When a person struggles to reconcile polyamory with one's own religious faith, again it doesn't do any good to criticize that faith's Scripture or prophets or major leaders. That's merely distraction from the real issues. Rather, the primary task is to dig out what is at the foundation of one's own faith, spend some time with this foundation, and figure out where polyamory fits into it.
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Old 03-05-2011, 06:54 PM
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Originally Posted by jasminegld View Post
When we talk with conservative Christian family and friends, it doesn't do any good to criticize Paul's credential's or any other part of the Bible. It's more effective to understand the religious concerns of the person we're talking with and speak to those concerns in religious language.

When a person struggles to reconcile polyamory with one's own religious faith, again it doesn't do any good to criticize that faith's Scripture or prophets or major leaders. That's merely distraction from the real issues. Rather, the primary task is to dig out what is at the foundation of one's own faith, spend some time with this foundation, and figure out where polyamory fits into it.
This holds true no matter the topic. As a Christian, raise in a super conservative home, I tend to argue such points as a matter of course. Probably too often for everyone's comfort.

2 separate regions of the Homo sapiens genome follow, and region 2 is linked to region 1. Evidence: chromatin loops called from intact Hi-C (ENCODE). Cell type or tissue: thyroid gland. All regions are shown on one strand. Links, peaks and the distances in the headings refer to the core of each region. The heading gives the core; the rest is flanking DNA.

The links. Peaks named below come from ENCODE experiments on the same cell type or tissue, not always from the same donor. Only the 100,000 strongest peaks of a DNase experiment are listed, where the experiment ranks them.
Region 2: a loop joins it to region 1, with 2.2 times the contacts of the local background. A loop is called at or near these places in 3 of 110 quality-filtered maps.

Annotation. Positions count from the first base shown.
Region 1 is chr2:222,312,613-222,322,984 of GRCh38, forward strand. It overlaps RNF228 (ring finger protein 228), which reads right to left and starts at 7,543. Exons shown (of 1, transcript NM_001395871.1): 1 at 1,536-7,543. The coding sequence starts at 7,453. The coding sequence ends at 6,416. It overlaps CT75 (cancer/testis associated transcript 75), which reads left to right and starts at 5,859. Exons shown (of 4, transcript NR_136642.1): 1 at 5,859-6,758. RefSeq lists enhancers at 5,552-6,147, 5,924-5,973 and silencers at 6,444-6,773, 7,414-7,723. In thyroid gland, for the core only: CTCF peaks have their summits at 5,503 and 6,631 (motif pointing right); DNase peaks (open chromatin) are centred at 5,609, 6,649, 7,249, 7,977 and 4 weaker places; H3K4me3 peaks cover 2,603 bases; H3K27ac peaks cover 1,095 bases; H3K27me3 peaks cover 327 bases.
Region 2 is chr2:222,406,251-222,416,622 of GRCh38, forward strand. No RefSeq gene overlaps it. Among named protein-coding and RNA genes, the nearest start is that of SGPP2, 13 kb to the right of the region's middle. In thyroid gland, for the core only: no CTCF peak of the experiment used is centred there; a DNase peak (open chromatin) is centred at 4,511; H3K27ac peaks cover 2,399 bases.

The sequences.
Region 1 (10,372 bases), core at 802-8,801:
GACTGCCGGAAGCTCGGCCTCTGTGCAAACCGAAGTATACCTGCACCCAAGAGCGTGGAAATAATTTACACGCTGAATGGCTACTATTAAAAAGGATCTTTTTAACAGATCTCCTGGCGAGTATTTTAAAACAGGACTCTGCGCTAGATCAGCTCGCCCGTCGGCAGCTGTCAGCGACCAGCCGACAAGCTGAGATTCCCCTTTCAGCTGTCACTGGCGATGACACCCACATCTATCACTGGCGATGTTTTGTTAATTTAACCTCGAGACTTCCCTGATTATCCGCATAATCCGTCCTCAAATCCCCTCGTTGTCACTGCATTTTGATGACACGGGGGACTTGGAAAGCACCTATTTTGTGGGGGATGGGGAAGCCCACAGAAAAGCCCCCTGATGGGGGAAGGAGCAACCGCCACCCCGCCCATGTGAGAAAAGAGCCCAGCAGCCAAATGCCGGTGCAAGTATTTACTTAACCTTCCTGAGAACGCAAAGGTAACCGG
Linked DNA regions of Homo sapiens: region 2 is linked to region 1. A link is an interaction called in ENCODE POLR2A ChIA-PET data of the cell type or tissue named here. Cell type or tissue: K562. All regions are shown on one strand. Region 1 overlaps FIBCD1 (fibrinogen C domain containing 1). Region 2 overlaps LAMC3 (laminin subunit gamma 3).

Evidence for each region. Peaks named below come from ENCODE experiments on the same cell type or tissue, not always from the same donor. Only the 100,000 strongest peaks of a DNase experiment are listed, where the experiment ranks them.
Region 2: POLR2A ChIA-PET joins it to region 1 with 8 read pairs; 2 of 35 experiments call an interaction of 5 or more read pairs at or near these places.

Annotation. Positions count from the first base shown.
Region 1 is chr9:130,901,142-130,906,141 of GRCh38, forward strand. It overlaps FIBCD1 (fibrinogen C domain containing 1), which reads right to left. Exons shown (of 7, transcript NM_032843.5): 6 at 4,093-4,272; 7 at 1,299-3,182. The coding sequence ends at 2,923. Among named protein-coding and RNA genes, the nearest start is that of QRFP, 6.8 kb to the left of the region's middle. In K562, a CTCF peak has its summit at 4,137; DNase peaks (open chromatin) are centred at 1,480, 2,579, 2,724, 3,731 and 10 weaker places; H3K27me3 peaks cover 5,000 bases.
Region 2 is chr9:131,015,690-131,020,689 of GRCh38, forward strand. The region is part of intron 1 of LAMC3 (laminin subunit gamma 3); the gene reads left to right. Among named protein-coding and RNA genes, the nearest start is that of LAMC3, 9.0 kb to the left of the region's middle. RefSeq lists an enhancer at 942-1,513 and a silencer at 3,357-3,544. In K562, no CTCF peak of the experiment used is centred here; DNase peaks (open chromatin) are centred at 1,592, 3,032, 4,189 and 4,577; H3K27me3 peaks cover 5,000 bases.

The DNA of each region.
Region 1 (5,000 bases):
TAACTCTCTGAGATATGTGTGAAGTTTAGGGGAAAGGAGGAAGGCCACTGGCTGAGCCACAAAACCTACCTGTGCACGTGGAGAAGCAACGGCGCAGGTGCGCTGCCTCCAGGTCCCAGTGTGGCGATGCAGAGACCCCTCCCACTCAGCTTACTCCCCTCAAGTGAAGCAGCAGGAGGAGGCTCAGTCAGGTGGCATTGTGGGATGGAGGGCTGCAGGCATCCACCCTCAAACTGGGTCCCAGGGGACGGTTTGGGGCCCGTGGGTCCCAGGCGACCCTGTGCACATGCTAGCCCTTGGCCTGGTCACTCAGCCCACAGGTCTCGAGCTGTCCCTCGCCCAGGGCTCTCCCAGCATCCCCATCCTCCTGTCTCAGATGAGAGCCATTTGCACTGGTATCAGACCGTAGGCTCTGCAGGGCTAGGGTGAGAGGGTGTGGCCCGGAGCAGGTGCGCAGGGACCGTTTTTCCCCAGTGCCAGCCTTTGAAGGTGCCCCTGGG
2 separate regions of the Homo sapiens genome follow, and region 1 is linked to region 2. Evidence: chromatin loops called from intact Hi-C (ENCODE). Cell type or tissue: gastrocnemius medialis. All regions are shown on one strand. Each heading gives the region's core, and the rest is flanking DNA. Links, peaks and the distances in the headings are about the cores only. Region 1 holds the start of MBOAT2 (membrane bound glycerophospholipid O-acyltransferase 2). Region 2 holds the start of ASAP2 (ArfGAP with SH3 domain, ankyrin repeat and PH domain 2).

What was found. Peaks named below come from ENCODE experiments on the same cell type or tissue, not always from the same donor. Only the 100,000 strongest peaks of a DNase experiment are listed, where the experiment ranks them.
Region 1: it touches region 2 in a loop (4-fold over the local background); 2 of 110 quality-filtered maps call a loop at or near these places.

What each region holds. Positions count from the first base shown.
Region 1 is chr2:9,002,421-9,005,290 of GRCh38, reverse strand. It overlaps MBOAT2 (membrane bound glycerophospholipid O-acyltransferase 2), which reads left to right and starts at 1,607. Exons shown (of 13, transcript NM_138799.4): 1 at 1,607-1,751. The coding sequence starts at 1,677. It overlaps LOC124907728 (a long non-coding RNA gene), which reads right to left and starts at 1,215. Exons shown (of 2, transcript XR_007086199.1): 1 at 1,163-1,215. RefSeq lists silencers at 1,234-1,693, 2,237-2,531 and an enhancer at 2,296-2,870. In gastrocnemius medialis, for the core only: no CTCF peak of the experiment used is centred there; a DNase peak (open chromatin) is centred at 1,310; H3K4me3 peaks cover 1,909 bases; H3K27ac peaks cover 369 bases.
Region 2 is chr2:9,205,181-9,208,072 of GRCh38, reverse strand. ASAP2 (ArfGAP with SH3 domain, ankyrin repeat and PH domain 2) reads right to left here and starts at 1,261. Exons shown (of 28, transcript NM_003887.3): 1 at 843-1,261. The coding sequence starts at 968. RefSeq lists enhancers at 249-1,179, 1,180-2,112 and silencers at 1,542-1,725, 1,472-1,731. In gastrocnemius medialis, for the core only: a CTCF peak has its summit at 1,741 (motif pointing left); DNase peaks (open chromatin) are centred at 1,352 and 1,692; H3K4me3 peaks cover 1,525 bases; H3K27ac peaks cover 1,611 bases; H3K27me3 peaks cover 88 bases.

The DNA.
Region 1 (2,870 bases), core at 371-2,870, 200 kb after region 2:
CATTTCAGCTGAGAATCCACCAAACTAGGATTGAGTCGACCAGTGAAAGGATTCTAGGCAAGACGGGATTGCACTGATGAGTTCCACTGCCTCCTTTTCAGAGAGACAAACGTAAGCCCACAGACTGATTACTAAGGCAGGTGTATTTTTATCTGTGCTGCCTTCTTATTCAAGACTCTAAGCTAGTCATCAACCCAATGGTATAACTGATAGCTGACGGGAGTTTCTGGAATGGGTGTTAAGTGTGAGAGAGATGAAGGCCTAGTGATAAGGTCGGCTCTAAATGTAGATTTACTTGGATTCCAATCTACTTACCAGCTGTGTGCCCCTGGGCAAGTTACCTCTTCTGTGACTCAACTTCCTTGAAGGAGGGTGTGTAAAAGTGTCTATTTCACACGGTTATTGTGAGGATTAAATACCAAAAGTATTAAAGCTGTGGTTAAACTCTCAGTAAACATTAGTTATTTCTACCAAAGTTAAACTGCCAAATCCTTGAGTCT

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Old 03-05-2011, 07:38 PM
jasminegld jasminegld is offline
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This holds true no matter the topic. As a Christian, raise in a super conservative home, I tend to argue such points as a matter of course. Probably too often for everyone's comfort.
I'm generally happy to have such conversations myself. I have a number of responses to your points floating around in my mind.

However, this message board is about polyamory. So I'd prefer to talk about, and encourage others to talk about, the way polyamory and religion impact each other.
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  #60  
Old 03-06-2011, 10:18 AM
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Originally Posted by brainfreezy View Post
Well, at risk of sounding blasphemous, Paul was a little crazy, with a religous fever not even Peter could match. I don't think he gets a pass just for being a church leader, but he was probably the world's first overzealous convert. Remember, most of the others converted with little guilt, but Paul had a lot of baggage to atone for, (at least in his mind) for persecuting Christians before his conversion experience. His faith may have changed, but the personality didn't, it would seem. Also, I'm wary of anyone that didn't learn firsthand from Jesus Himself and claims having had a vision or heard a disembodied voice. Not saying it wasn't genuine... just take Paul with a huge grain of salt.

My attitude towards Paul is "Thanks for the bacon but dude, lay off the gays".
Hello brainfreezy! Glad to make your acquaintance. You make very good points here. Just two small questions. First, what does 'thanks for the bacon' mean? Second, yes, there is much about Paul that causes doubt. And a believer has to decide about having faith in the Bible. Lots of stuff can't be proven or established or logically considered as being factual or maybe truthful.
So is it?
Well, that's a matter of faith, and faith might be a good thing or might not. Believing all things isn't categorically wonderful. We're dealing with an ancient culture, having as much to do with life today as a culture from Mars might. Needs to be dealt with realistically. Jesus is about truth, eh? Truth and realism amount to the same thing.